I've long praised Little Rock-based Bank of the Ozarks (Nasdaq:OZRK) as one of the best-run banks that most investors probably don't know about. This bank has long used a mix of opportunistic M&A and focused lending expertise to grow what has become an increasing valuable Southern/Southeastern banking franchise. While today's price is not exactly a bargain, there are worse fates in investing than to hold somewhat expensive positions in very promising companies.
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First Quarter Results Basically Okay
The worst thing I think I can say about OZRK's first quarter results is that the while the bank supports a top-notch valuation, the results were basically just in line with expectations. That said, at a time when many banks are struggling to grow their business at all, this bank's results are quite impressive.
Operating revenue rose 5% this quarter, but did fall about 3% sequentially on some one-item non-interest income items in the fourth quarter. Net interest income rose 1% as reported and was closer to flat on a fully-taxed basis. Net interest margin came in at a very strong 5.8% and declined less than 20 basis points from the year-ago. While there haven't been all that many first quarter bank earnings reports yet, I suspect this number will be well ahead of what regional rivals like Regions (NYSE:RF) and BancorpSouth (NYSE:BXS) will report this quarter. Average earning asset growth was less than expected though (by about 2%), and OZRK did come in a little shy on net interest income.
Non-interest income rose 18% from last year, but fell 13% sequentially as one-time items didn't reoccur. All told, the bank outperformed here. Expense control was also good, as expenses rose 2% from the year-ago period and fell 2% sequentially. This led to an efficiency ratio just below 47%, and pre-provision net revenue growth of about 8%.
SEE: The Industry Handbook: The Banking Industry
Growing The Balancing Sheet, But Maybe Not As Fast As Expected
As I just mentioned, OZRK's average earning asset balance for the quarter was a little shy of most analyst expectations. That said, the loan balance did increase 14% from the year-ago period on just a 2% increase in deposits. It's hard to complain about double-digit year-on-year loan growth (and/or 2% sequential growth), so I'm not sure I want to argue that rivals like Prosperity Bancshares (NYSE:PB) may be gaining some loan share in markets like Texas. Still, if the economy continues to slow, it may be harder for the bank to continue growing its business lending at the same pace.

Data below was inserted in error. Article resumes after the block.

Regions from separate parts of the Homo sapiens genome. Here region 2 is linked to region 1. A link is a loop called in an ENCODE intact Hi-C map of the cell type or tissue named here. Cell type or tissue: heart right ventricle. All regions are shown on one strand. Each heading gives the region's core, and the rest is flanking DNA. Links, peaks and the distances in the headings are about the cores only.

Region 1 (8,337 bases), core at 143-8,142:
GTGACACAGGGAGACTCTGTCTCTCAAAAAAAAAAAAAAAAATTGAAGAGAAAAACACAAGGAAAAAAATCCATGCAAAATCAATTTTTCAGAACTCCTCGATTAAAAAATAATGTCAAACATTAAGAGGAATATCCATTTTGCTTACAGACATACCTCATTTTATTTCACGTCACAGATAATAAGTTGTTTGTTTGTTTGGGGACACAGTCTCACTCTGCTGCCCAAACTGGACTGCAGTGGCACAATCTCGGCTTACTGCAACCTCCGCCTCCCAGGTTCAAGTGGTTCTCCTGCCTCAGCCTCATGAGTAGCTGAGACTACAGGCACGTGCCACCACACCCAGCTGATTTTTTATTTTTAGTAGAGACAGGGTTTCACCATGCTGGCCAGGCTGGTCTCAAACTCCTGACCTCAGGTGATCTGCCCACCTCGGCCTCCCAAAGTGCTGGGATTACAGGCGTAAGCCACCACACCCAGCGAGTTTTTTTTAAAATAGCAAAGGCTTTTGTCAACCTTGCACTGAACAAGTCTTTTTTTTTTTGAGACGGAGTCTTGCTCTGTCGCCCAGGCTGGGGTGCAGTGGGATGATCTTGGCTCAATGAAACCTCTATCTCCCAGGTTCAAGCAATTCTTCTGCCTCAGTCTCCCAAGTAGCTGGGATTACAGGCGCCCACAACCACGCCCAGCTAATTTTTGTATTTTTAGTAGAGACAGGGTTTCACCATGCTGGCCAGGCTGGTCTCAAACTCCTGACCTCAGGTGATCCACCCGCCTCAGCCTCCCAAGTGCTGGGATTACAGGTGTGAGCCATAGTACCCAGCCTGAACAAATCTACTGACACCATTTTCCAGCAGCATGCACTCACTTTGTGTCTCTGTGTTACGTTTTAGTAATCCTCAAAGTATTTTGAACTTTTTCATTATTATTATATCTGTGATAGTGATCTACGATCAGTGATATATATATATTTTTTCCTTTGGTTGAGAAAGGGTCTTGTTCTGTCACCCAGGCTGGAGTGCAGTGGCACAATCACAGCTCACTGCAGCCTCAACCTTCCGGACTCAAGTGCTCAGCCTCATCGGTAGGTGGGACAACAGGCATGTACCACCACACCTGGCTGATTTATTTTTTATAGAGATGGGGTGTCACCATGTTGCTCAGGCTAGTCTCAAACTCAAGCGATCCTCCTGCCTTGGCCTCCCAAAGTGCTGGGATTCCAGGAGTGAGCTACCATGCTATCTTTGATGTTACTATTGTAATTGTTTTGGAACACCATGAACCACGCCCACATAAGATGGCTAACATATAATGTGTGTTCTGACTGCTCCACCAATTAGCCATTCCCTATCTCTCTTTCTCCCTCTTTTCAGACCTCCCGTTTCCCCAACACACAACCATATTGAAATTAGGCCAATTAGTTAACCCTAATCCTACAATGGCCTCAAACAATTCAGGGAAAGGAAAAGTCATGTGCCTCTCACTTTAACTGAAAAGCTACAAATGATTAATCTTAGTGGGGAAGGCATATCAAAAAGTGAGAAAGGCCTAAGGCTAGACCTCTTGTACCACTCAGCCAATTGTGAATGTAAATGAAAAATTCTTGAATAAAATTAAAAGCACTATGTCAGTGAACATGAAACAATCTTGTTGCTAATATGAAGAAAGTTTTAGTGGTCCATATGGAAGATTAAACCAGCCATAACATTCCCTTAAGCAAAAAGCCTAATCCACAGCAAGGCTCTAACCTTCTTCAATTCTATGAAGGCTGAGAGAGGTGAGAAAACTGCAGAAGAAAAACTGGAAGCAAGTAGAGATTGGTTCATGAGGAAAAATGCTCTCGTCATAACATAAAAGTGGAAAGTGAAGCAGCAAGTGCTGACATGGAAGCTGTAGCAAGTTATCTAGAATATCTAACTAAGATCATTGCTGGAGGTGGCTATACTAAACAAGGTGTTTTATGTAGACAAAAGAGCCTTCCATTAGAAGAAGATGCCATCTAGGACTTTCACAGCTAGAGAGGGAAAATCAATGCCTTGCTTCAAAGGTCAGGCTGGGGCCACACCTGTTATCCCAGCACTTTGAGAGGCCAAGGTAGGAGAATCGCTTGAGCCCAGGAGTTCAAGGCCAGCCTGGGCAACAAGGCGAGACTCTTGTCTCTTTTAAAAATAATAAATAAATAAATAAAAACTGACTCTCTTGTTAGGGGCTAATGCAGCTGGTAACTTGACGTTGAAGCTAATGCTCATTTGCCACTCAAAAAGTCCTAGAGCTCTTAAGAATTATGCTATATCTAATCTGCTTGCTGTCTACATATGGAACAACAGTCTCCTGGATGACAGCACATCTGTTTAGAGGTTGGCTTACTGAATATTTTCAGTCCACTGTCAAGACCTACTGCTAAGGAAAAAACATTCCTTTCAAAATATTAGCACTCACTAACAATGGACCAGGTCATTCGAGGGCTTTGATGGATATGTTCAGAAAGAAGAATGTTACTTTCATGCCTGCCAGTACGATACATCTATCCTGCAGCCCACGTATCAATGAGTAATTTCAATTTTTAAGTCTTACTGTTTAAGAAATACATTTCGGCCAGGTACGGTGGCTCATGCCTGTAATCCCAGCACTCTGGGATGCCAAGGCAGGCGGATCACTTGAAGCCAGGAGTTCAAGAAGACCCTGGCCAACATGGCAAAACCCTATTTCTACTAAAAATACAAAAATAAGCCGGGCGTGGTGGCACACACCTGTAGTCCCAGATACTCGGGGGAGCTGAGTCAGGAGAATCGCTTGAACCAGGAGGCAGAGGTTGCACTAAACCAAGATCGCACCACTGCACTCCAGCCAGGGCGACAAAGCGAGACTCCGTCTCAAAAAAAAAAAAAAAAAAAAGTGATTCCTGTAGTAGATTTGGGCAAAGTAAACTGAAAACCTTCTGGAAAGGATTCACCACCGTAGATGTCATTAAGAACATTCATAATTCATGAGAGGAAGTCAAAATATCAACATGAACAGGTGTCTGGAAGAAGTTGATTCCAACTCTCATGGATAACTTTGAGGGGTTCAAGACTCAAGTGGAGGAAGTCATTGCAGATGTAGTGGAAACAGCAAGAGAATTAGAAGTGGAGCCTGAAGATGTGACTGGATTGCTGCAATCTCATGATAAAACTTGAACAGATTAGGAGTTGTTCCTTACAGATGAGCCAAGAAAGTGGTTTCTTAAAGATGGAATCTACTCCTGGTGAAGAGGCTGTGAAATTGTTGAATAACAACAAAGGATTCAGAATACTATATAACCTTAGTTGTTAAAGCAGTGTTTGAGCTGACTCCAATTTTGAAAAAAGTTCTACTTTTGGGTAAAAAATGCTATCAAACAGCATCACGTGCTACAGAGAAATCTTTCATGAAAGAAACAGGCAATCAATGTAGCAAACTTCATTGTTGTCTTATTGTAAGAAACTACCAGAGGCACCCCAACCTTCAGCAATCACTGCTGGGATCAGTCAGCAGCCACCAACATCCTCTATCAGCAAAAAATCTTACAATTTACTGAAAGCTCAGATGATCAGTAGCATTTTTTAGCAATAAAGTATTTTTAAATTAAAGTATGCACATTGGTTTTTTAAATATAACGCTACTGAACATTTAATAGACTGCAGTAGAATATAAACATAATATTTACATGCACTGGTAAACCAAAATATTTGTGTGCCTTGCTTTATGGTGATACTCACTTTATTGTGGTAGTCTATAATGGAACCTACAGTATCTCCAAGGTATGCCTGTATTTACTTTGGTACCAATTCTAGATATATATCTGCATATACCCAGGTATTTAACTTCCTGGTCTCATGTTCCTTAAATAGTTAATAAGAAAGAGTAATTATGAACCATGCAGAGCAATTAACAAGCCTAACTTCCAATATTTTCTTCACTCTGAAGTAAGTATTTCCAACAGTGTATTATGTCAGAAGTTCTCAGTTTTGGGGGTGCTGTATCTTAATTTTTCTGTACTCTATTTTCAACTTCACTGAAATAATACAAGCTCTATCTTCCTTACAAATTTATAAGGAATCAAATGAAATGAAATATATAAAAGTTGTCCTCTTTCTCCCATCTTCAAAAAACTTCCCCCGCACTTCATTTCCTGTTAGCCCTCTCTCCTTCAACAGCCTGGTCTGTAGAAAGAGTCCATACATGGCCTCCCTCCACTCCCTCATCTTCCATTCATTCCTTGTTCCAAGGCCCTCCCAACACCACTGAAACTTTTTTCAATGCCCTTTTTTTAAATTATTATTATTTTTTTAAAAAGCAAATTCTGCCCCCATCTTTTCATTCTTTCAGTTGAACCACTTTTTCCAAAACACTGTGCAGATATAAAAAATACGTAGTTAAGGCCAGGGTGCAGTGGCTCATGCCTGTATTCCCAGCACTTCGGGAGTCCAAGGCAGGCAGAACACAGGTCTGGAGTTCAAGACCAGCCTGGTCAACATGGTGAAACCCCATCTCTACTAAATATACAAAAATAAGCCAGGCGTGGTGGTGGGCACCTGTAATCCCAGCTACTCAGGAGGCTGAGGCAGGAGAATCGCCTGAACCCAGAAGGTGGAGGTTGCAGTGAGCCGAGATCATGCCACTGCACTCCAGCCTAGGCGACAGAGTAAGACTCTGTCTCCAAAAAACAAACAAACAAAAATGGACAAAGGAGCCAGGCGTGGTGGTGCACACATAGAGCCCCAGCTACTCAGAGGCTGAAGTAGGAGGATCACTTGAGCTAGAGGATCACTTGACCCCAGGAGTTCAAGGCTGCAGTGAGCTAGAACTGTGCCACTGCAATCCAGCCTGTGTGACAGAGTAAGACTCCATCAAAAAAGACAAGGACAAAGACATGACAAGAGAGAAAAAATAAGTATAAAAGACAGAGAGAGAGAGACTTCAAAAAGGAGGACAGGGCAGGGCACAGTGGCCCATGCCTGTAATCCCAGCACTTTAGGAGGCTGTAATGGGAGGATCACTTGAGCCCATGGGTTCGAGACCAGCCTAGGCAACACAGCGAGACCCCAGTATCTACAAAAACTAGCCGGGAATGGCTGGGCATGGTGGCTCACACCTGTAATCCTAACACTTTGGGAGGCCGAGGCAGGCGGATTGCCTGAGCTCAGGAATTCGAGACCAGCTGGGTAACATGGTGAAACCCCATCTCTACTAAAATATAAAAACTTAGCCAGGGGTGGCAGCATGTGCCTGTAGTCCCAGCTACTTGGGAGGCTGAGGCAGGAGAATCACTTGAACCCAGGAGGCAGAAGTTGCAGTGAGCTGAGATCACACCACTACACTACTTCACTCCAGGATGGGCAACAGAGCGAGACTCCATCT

Credit quality also continues to improve. Excluding covered loans, the bank's non-performing asset ratio improved a quarter-point to 0.5%, while the net charge-off ratio improved by a similar amount to 0.19%. Again, while it's early in the reporting cycle, I suspect these numbers will compare quite favorably to even some of the best-run banks like U.S. Bancorp (NYSE:USB).
A Story With Legs And Leverage
What continues to impress me about Bank of the Ozarks is that the company sticks to its knitting and pursues a focused and disciplined growth strategy. The bank has certainly been more than willing to use M&A to expand into markets like North Carolina and Georgia, but this bank rarely pays full value for its deals – the recent deal for North Carolina's First National Bank of Shelby (OTC:FNSE), for instance, came at a one-third discount to tangible book.
It's also worth noting that this model can continue to improve from here. The CEO believes that an efficiency ratio in the 30%'s is attainable and that the bank can continue to grow without a substantial investment in branches. Along those lines, I believe that some sell-side analysts may be off the mark when they assume that OZRK will be a consolidator – I'm not sure the bank needs to scoop up a lot of branches to make this model work. For instance, Texas is only about 13-15% of the deposit base, but more than 40% of the loan book. What's more, the bank's ability to handle complex and specialized deals (particularly in commercial real estate) argues against the need for a lot of community branches.
See: Buy Side Vs. Sell Side Analysts
The Bottom Line
Bank of the Ozarks is not cheap, but then why should it be? This bank has an uncommonly strong return on tangible assets (above the likes of U.S. Bancorp, Wells Fargo (NYSE:WFC), and Prosperity) and is continuing to grow while many banks are struggling to do so. Growth, quality, and the capacity for even more growth is a heady mix for many investors.
Much as I would like to hitch my wagon to this story, it's tough to get there on valuation right now. Even if OZRK's uncommon quality argues for a 3x multiple to tangible book, that only gets you to about $42 per share. Likewise, even assuming high teens return on equity on an ongoing basis, an excess returns model won't get you past $40. I'd be in no hurry to sell these shares if I already owned them, but as a non-owner I'm going to wait in the hope that a market/sector pullback will create an eventual opportunity.
At the time of writing, Stephen D. Simpson did not own any shares in any company mentioned in this article.